Mom made a big deal of stomping out and unlocking the door to the Nissan. Starting up the car, she immediately slapped the phone to one ear. Probably complaining to her boyfriend about the rough treatment. At the end of the block, Kassandra spotted a figure, dressed in a white T shirt and blue jeans, marching down the sidewalk.
While the Nissan idled in the driveway, Mom protested on the phone loud enough for Kassandra to hear. Luke marched up the street, a scowl on his the face. Prickles of sweat sprang up along Kassandra’s skin.
“Go.” She glanced at the Nissan. “Please!”
Mom put the car in reverse and eased out of the drive, still complaining on the phone. Luke was halfway down the street when she finally gunned it, and screeched away.
Kassandra bolted into the house. “He’s coming.” She slammed the door and threw the deadbolt.
Auntie Jo held a plastic baggie filled with some kind of red powder. She stepped up to the front door and sprinkled some along the threshold.
“Brick dust. It keeps your enemies from entering.”
“Will it work?”
Auntie Jo shrugged and handed over the baggie. “Maybe.” She headed over to the couch and picked up a shotgun. “If not, this sure will.”
“Jesus, when did you get that?”
“Never you mind. Now go and sprinkle more brick dust on all the window sills.”
Auntie Jo grabbed a shell from the box and slotted it into the gun.
Kassandra peered out the front window. Luke rounded the driveway. The bag slipped and struck the floor, puffing up a cloud of red dust. “He’s here.” She rushed back to the couch.
A polite knock came at the front door—as though it might be some kid selling candy bars. “Hellooo?” Luke crooned from the other side. “Anybody home?”
Auntie Jo pumped the shotgun—click clack—and aimed the weapon at the door.
The handle jiggled. “Awfully rude to lock me out.”
“Stay behind me, honey.” Auntie Jo propped the gun against one shoulder. Seconds ticked by. In the quiet, Kassandra’s mind conjured up bizarre possibilities. Maybe he’d slide down the chimney like some demented Santa. A bead of sweat slithered along her spine. What was he doing out there?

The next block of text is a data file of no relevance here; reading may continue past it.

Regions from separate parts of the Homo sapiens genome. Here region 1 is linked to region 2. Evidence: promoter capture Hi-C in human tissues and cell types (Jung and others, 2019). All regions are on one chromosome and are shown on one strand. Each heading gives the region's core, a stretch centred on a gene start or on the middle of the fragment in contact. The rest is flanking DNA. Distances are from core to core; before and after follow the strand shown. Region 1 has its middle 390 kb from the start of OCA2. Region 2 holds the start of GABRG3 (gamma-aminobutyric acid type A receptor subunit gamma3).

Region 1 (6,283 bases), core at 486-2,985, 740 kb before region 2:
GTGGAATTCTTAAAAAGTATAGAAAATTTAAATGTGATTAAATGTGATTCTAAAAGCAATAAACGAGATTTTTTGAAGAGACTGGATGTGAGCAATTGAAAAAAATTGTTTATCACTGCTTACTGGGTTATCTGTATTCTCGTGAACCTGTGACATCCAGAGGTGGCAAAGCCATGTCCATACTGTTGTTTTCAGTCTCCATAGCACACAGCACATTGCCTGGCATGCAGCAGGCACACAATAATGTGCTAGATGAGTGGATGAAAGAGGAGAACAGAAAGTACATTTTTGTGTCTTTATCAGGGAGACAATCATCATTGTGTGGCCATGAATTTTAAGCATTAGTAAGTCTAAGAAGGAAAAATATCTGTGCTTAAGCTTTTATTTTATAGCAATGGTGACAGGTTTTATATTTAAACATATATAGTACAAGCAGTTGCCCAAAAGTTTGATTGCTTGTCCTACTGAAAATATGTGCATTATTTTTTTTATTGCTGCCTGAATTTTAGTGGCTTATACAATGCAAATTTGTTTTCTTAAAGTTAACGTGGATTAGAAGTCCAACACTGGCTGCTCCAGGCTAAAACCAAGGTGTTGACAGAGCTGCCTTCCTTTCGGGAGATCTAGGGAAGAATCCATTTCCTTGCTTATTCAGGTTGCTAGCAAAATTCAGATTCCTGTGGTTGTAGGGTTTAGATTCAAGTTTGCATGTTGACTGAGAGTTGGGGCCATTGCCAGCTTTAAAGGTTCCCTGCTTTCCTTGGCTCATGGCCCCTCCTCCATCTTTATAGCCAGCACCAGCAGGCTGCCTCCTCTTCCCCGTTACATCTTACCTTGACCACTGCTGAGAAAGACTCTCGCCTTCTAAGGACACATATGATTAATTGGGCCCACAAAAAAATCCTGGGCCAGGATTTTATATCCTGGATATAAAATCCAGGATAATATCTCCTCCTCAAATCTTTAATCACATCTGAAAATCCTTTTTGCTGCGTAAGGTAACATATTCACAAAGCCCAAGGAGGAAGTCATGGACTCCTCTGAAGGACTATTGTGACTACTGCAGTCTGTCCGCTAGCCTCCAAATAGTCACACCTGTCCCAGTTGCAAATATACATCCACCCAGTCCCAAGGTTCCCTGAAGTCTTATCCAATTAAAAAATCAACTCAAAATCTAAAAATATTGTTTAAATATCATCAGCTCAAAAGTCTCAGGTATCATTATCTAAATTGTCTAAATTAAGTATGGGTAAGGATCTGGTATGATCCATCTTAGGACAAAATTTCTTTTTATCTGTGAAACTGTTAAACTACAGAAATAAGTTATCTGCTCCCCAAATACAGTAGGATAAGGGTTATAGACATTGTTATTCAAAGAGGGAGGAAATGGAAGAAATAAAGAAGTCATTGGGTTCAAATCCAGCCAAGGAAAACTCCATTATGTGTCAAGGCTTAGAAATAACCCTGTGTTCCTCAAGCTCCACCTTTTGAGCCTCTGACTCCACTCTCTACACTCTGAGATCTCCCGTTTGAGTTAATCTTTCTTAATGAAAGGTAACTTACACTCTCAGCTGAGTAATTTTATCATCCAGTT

Finally Kassandra heard a huff of air, like someone breathing out loudly. The clatter of hooves followed, ending in a crack as something heavy slammed the front door. The wood snapped inward, revealing a sliver of daylight and what looked like a horse. Luke had used one of the cards. The horse battered the door again, splintering the wood and knocking one hinge out of the wall. Then the massive stallion reared up, bringing its front hooves down on the wood.
The second hinge popped out. What was left of the door crashed down. The horse whinnied before trotting out into the driveway. Luke stepped up to the threshold.
“You locked the door? Really?”
He glanced down at the brick dust laid along the carpet. “I have to say, I’m not really familiar with this one.” Luke stepped over the red dust and into the house. “Is it supposed to do something?”
Auntie Jo fixed the barrel of the shotgun at Luke’s chest. “You stay away.”
“I’m afraid I can’t do that.”
“I’m warning you.”
Luke tossed up one of his grins. “How about this instead?” He pulled a single card out of the Tarot deck.
The shell exploded into Luke’s shoulder. He staggered back, crumpling against the wall. His eyes went glossy. Blood spurted from the wound, spattering everything around it. It mixed with the brick dust on the floor, creating a crimson stew.
Auntie Jo stepped closer, pumping the shotgun to discharge the empty shell.
“Don’t kill him!” Kassandra stepped forward. Why had she said that?
Luke smiled with red coated teeth. He looked up, not at Auntie Jo, but at Kassandra. Comprehension filled his eyes. “I’m going to remember this.”
“No you won’t.” Auntie Jo aimed the shotgun at his head.
“No!” Kassandra reached for the gun.
Luke thrust a single card forward and something in the illustration shifted. Auntie Jo’s eyes went wide.
Kassandra edged closer, trying to make out the picture. It showed an angel standing on a churning sea, a giant circular blank spot took up the center of the card. The Wheel of Fortune. The one Auntie Jo said stood for her.
Fire shot out, curling around Auntie Jo like a thousand tentacles. The flickers of orange and red flame morphed into a deep purple as the color faded from Auntie Jo’s apron.
It was sucking the life out of her, just like with Lindsay.